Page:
Michigan Fresh: Using, Storing, and Preserving Plums (HNI114)

Plums can be preserved and served many ways. Michigan-grown plums are available mid-July through September.

Using, Storing and Preserving Plums

Recommended varieties 

Early Magic, Early Golden, Methley, Shiro, Vibrant, Vanette, Santa Rosa, Starking Delicious, Ozark Premier, Burbank, Redheart, Rubyqueen, Castleton, NY6, Fortune, Early Italian, Stanley, Lydecker, Simka, Valor, N9, Bluefre, Long John, Autumn Sweet, Blue Damson, Italian, Tulare Giant, Empress, Alderman.

Storage and food safety''

  • Purchase fruits that are not bruised or damaged.
  • Wash hands before and after handling fresh produce.
  • Keep away from raw meat and meat juices to prevent cross-contamination.
  • For best quality and to preserve nutrients, preserve no more than your family can consume in one year. 

Yield 

  • 14 pounds per 7-quart canner load
  • 9 pounds per 9-pint canner load
  • 1 bushel is 56 pounds—22 to 36 quarts, average of 2 pounds per quart

How to Preserve

Canning

Quality: Select deep-colored, mature fruit of ideal quality for eating fresh or cooking. Plums may be packed in water or syrup.

Stem and wash plums. To can whole, prick skins on two sides of plums with a fork to prevent splitting. Freestone varieties may be halved and pitted. If you use syrup, prepare very light, light or medium syrup.

Hot pack – Add plums to water or hot syrup and boil 2 minutes. Cover saucepan and let stand 20 to 30 minutes. Fill jars with hot plums and cooking liquid or syrup, leaving 1/2 inch headspace.

Raw pack – Fill jars with raw plums, packing firmly. Add hot water or syrup, leaving 1/2 inch headspace.

Remove air bubbles, wipe rims, adjust lids and process.

Syrups for Use in Canning Fruits

Type of Syrup

Percent Sugar*

Cups of Sugar** Per Quart Liquid

Yield of Syrup in Cups

How Syrup is Used Commercially

Very light

10%

½

4 ½

 

Light

20%

1

4 ¾

Very sweet fruit

Medium

30%

1 ¾

5

Sweet apples, sweet cherries, berries, grapes

Heavy

40%

2 ¾

5 1/3

Tart apples, apricots, sour cherries, gooseberries, nectarines, pears, peaches, plums

Very Heavy

50%

4

6

Very sour fruit

*Approximate

**In general, up to one-half of the sugar may be replaced by corn syrup or mild-flavored honey. A larger proportion of corn syrup may be used if a very bland, light-colored type is selected. 


Processing directions for canning plums in a boiling-water bath or a dial- or weighted-gauge pressure canner are given in Table 1, Table 2, and Table 3.

Table 1. Recommended process time for plums, halved or whole, in a boiling-water canner.

                                                                                                              Process time (in minutes) at altitudes of
Style of pack Jar size 0-1,000 ft. 1,001-3,000 ft. 3,001-6,000 ft. Above 6,000 ft.
Hot or raw Pints  20 25 30 35
Hot or raw Quarts 25 30 35 40

 

Table 2. Process times for plums in a dial-gauge pressure canner.

                                                                                                                                                                Canner pressure (PSI) at altitudes of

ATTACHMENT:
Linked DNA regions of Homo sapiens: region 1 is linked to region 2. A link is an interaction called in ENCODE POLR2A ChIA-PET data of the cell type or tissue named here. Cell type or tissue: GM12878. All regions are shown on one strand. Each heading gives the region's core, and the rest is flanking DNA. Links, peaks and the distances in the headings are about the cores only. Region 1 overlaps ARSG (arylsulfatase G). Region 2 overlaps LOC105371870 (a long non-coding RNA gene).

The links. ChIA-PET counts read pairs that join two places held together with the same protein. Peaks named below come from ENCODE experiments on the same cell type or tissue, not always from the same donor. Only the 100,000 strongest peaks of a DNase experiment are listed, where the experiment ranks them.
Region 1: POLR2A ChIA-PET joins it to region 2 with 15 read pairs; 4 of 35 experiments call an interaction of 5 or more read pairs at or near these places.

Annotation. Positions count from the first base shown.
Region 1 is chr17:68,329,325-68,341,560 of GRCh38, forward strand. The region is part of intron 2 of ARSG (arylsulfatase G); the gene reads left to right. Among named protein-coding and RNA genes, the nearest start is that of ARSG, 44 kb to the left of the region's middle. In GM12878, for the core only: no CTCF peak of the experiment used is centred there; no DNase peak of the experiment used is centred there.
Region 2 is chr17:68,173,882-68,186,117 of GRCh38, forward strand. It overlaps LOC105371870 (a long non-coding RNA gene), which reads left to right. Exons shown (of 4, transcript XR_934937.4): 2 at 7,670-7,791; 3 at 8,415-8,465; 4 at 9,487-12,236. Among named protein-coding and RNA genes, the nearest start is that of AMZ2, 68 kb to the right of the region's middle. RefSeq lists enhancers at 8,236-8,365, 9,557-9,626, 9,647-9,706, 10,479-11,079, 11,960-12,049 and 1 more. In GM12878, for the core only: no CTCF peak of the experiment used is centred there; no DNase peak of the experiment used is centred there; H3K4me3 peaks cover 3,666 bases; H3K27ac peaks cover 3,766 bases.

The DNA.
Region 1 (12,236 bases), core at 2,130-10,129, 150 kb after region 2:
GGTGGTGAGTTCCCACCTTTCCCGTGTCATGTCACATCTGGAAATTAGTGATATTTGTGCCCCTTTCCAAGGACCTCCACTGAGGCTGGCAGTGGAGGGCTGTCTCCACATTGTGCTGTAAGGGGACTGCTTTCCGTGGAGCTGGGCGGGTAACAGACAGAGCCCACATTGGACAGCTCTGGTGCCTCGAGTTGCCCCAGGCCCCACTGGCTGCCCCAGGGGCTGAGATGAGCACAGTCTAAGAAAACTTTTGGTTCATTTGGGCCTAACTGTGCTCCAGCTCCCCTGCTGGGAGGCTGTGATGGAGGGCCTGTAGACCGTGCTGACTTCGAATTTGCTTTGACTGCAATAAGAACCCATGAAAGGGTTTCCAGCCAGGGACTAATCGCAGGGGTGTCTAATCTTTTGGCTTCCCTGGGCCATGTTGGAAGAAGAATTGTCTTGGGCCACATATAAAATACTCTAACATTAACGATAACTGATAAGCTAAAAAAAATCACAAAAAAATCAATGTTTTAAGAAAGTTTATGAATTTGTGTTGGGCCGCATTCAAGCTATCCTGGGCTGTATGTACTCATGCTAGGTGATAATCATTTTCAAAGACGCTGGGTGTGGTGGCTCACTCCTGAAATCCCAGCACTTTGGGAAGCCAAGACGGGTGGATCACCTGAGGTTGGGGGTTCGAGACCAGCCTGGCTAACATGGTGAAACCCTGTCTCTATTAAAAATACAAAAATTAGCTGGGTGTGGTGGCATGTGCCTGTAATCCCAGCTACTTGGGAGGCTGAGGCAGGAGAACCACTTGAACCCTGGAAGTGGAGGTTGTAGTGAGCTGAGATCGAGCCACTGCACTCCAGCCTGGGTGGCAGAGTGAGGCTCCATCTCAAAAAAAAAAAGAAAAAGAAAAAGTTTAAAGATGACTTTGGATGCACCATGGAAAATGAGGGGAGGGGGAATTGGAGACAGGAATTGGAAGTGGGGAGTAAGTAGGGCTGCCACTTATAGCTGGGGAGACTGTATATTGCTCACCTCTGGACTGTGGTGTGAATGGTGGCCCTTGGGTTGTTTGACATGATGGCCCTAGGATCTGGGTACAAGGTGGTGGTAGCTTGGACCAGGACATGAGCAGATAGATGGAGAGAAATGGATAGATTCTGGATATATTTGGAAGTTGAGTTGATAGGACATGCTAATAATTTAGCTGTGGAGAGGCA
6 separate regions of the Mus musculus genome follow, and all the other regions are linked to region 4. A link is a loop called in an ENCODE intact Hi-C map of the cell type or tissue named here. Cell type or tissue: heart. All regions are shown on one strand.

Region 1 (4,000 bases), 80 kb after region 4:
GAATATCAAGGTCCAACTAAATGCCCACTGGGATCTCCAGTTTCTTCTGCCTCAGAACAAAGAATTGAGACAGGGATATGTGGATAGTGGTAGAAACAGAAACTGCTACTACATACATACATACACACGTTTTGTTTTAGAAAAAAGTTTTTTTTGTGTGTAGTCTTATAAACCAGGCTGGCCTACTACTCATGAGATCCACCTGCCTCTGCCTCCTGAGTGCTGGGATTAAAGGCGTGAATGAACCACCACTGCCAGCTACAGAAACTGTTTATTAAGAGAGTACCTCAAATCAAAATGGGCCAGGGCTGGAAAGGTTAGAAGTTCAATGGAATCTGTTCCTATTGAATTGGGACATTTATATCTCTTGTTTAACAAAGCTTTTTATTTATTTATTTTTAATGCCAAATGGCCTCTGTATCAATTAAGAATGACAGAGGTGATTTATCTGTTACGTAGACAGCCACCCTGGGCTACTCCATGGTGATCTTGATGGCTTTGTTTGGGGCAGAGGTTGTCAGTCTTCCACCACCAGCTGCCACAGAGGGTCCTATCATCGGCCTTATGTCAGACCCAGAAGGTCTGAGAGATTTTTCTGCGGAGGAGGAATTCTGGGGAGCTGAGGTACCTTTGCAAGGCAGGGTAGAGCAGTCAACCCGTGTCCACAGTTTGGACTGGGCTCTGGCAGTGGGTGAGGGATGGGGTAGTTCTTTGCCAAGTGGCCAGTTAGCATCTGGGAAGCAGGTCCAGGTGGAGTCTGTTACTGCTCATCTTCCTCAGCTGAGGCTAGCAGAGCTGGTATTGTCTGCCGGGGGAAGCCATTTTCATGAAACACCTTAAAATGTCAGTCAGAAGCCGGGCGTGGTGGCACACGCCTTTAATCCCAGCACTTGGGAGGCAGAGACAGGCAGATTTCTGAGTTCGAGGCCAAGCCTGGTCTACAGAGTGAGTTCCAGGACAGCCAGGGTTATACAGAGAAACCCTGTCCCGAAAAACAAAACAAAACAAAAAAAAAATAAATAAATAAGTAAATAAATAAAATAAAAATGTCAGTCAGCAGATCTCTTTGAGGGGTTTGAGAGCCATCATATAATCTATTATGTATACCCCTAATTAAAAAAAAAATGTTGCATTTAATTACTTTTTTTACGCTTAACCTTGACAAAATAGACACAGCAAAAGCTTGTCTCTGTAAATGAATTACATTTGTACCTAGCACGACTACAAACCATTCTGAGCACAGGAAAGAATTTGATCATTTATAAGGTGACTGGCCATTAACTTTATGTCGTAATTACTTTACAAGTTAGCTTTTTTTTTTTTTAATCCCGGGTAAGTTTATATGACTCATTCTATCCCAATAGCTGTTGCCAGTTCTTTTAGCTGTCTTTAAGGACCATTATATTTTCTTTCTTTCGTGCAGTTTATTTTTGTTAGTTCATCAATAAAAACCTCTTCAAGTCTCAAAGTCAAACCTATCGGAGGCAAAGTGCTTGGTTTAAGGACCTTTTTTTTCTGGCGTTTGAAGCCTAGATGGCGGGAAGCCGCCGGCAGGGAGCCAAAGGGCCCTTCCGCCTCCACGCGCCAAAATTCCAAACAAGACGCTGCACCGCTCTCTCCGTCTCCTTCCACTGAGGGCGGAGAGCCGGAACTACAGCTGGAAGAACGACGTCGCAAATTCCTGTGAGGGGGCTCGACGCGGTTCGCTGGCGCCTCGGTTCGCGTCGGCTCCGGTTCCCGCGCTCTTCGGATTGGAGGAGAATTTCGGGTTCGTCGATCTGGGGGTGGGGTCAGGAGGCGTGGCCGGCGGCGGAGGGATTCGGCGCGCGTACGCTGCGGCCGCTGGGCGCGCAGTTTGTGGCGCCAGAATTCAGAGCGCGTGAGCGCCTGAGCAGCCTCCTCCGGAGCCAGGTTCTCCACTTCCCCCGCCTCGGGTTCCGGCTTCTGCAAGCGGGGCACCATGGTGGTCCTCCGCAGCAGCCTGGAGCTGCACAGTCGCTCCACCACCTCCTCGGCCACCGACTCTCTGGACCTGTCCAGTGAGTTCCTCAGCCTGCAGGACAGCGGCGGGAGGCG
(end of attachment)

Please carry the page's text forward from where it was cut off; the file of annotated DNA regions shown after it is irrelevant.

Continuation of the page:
Style of pack Jar size Process time (min.) 0-2,000 ft. 2,001-4,000 ft. 4,001-6,000 ft. 6,001-8,000 ft.
Hot or raw Pints or Quarts 10 6 lb. 7 lb. 8 lb. 9 lb. 

 

Table 3. Process times for plums in a weighted-gauge pressure canner.

                                                                                                                           Canner pressure (PSI) at altitudes of
Style of Pack Jar size Process time (min.) 0-1,000 ft. Above 1,000 ft.
Hot or raw Pints or quarts 10 5 lb. 10 lb.

 

Let jars stand undisturbed for 24 hours, remove rings, wash jars, label, date and store. Food in jars that do not seal must be reprocessed in a clean jar with a new lid or refrigerated.

Freezing 

Preparation – Select firm, ripe fruit soft enough to yield to slight pressure. Sort and wash. Leave whole or cut in halves or quarters, and pit.

Syrup pack – Use cold 40 percent to 50 percent syrup, depending on tartness of fruit. For a better quality product, add 1/2 teaspoon (1500 mg) ascorbic acid per quart of syrup. Put plums directly into cold syrup in container, starting with 1/2 cup syrup to a pint container. Press fruit down and add syrup to cover, leaving headspace (amount of headspace varies by type of container). Seal, label, date and freeze.

Plum sauce – Boil well-ripened clingstone plums without water until soft; then remove pits and skins. Continue cooking the pulp and juice until it thickens. Add one part sugar (with spices, if desired) to four parts plums. Cool and package, leaving headspace. Seal, label, date and freeze.

 

Syrups for Use in Freezing Fruits

Type of Syrup

Percent Syrup *

Cups of Sugar **

Cups of Water

Yield of Syrup in Cups

Very light

10%

½

4

4 ½ cups

Light

20%

1

4

4 ¾ cups

Medium

30%

1 ¾

4

5 cups

Heavy

40%

2 ¾

4

5 1/3 cups

Very heavy

50%

4

4

6 cups

*Approximate

**In general, up to one-half of the sugar may be replaced by corn syrup or mild-flavored honey. A larger proportion of corn syrup may be used if a very bland, light-colored type is selected. 

References

  • Andress, Elizabeth, and Judy A. Harrison. 2006. So Easy to Preserve (fifth edition). Bulletin 989. University of Georgia Cooperative Extension Service
  • Michigan Plum Advisory Board: www.michiganplum.com
  • National Center for Food Preservation. http://nchfp.uga.edu/

More information

Prepared by: Laurie Messing, MSU Extension educator

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